Russian President Vladimir Putin in his Kremlin office. File photo: Kremlin
ERBIL, Kurdistan Region — Russia prefers to see the "territorial integrity" of Iraq remain, the Kremlin announced on Wednesday, according to Russian state media.
Russia's presidential Spokesperson Dmitry Peskov told reporters that he would not like to comment on whether the results of the vote would be recognized, according to Sputnik News.
"Russia’s position is the one in favor of territorial integrity of regional states," Peskov told reporters.
The Kurdistan Region is scheduled to hold an independence referendum on Monday. Two days ago, Iraq's Supreme Court ruled to suspend the Kurdish referendum on Monday until it makes a final ruling on the case at the request of Iraqi Prime Minister Haider al-Abadi.
The Kurdistan Region's foreign office then told The Wall Street Journal that "We don’t have the feeling that there is a judiciary system in this country that’s functioning in order to protect law, order and also rights."
Kurdistan emphasizes that the Iraqi constitution allows Erbil to end the “free union” between the two governments because Baghdad has violated at least 55 articles of the Iraqi constitution, including cutting the regional government’s share of the Iraqi budget since early 2014, lack of defense budget for the Kurdish Peshmerga, and Article 140 that concerns the fate of the Kurdistani or disputed areas such as the oil-rich Kirkuk province.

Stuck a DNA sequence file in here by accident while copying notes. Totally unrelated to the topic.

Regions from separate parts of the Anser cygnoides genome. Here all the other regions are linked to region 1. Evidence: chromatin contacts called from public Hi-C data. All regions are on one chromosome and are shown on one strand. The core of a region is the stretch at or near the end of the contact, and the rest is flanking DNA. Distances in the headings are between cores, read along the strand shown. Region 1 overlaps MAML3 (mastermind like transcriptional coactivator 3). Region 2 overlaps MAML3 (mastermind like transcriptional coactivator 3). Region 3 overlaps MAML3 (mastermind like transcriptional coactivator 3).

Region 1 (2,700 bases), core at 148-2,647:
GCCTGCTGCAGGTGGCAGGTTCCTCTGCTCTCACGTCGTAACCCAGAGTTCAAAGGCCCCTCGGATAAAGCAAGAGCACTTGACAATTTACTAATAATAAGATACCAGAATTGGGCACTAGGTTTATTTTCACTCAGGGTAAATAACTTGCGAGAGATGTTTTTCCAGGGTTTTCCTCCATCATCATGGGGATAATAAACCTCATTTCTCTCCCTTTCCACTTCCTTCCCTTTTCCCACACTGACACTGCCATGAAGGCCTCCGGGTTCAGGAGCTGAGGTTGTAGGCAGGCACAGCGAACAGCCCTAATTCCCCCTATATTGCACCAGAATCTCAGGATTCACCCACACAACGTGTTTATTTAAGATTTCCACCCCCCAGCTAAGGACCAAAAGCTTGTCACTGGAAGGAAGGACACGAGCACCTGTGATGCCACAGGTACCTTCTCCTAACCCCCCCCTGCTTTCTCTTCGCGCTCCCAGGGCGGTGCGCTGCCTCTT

The Russian energy firm Rosneft and the Kurdistan Regional Government's Ministry of Natural Resources inked a deal on Monday to extend a natural gas pipeline from the Region into Turkey.
KRG Prime Minister Nechirvan said the deal was in no way related to the referendum.
The investments would amount to more than $1 billion, a Rosneft spoksperson confirmed to Rudaw. The pipeline is expected to be capable of carrying 30 billion cubic-meters (bcm) of gas from the Kurdistan Region.
Kurdish leaders previously have asked nations who can't back the referendum to not oppose it. They rejected an undisclosed deal proposed by the United Nations, United Kingdom, and United States last week because it wasn't a better alternative than the independence referendum.
Abadi called Russia's stance on the Kurdistan Region's independence referendum "weak."
Kurdish President Masoud Barzani on Tuesday gave Baghdad three days to reach an agreement with Erbil, backed by the international community, providing an alternative to the referendum that will eventually lead to “independence.”
Abadi responded on Wednesday, stating that Iraq has refused to accept a Kurdish independence referendum “now or in the future” as it contradicts the Iraqi constitution, and will divide and weaken the Iraqi state.